Russian H1 oil output falls first time in decade

MOSCOW - Russian oil output edged up 0.3 percent in June from the previous month, but was down almost 1 percent in the first half of the year, casting further doubts over the government's goal to sustain growth this year.

By (Reuters)

Published: Wed 2 Jul 2008, 4:19 PM

Last updated: Sun 5 Apr 2015, 12:40 PM

Russian officials still hope production would slightly rise this year as the government seeks to avert the first annual decline in output since 1998.

But analysts say Russia cannot sustain production growth, at least not until next year when new fields in East Siberia will come onstream to compensate for falling production from depleted deposits in West Siberia.

Stagnant Russian production has been a concern for global oil markets in the past year. Crude prices are at record highs over $140 a barrel and the International Energy Agency predicts that supplies will fail to keep up with demand in the long term.

The decline also comes as Russia's No.3 oil producer TNK-BP, half owned by BP, warns that its output growth is at risk this year due to a protracted corporate conflict between BP and its Russian billionaires co-owners over the firm's strategy and management tactics.


Energy Ministry data showed on Wednesday that Russian oil firms produced 9.77 million barrels per day, or 39.999 million tonnes in June, slightly up from 9.74 million bpd in May, and down by 0.8 percent from 9.85 million bpd in June last year.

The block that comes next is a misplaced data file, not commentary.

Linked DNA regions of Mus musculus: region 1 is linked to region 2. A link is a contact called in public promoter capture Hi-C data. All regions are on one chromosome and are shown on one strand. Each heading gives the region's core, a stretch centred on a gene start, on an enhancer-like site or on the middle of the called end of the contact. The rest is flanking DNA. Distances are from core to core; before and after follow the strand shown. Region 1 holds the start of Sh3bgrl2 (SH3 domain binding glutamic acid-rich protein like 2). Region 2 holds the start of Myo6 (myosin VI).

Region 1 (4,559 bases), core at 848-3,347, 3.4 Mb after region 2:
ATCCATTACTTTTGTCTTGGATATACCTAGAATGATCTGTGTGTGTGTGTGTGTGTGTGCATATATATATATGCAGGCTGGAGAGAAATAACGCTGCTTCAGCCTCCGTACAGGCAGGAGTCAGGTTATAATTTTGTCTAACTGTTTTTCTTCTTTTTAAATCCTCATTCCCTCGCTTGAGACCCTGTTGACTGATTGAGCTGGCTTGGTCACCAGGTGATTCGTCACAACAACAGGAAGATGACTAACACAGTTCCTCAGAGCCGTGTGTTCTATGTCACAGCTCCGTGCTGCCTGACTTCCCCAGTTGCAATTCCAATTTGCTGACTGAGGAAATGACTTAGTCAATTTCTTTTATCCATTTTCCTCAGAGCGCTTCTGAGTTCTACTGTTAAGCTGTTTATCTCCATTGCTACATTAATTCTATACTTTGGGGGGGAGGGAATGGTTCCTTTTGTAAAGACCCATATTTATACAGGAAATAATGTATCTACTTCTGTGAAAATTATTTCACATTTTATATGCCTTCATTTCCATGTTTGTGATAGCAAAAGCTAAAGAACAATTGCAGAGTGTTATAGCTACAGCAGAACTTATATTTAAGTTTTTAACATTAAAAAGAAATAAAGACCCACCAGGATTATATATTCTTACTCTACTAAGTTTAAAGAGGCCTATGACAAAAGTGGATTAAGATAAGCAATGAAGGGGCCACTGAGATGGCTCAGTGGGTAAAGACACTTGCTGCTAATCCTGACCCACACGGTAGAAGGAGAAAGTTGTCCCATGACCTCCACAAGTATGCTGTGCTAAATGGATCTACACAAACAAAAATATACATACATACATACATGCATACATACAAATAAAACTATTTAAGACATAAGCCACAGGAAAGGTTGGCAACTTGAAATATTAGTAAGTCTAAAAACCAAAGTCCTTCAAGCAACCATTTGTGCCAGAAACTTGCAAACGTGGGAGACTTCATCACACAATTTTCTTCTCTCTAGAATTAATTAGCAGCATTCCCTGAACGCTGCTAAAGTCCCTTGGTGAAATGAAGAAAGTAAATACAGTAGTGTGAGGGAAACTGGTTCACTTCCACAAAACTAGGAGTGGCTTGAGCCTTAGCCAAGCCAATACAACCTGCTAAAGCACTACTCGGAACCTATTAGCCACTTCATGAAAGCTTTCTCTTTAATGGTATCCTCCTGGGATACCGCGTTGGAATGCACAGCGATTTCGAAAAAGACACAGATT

Production stood at 9.76 million bpd (242.396 million tonnes) in the first half, down 0.9 percent from 9.85 million bpd in the same period last year.

Oil production in Russia has fluctuated between decline and stagnation since the beginning of the year, prompting many analysts to revise down their oil production forecasts for 2008.

Russian authorities still expect production to grow by around 1 percent this year after an increase of 2.3 percent in 2007 and much bigger spikes in previous years, including a record 11 percent in 2003.

Analysts expect production to slightly recover in the second half of the year, when a number of new fields will start operating, but they say it will not be enough to achieve a full-year growth.

‘The second half will be more successful, because LUKOIL has just launched its South Khylchuyu field and the Asian pipeline will start taking oil from Surgut's Talakan and TNK-BP's Verkhnechonsk,’ said Konstantin Reznikov from Dresdner Kleinwort.

LUKOIL, Russia's second-largest oil producer, plans to produce 7.5 million tonnes (over 150,000 bpd) from the deposit in the northern region of Timan-Pehora in 2009. Output plans for this year are not yet clear because the field has yet to reach full production levels.

Talakan and Verkhnechonsk will produce just 220,000 tonnes between September and the year-end, when Russia's pipeline monopoly Transneft will be ready to pump oil westward via a completed part of its unfinished pipeline to China.

‘But growth is unlikely this year. The maximum that oil companies can do is to achieve flat output (versus the previous year),’ said Reznikov.

He added that growth of some 2 percent can be expected next year, when Russian top oil producer Rosneft starts up its Vankor field in East Siberia and TNK-BP boosts production from its West Siberian Uvat deposit.

On the export front, supplies via Transneft fell by 5.9 percent in June to 4.196 million bpd (17.175 million tonnes) from 4.458 million bpd in May.

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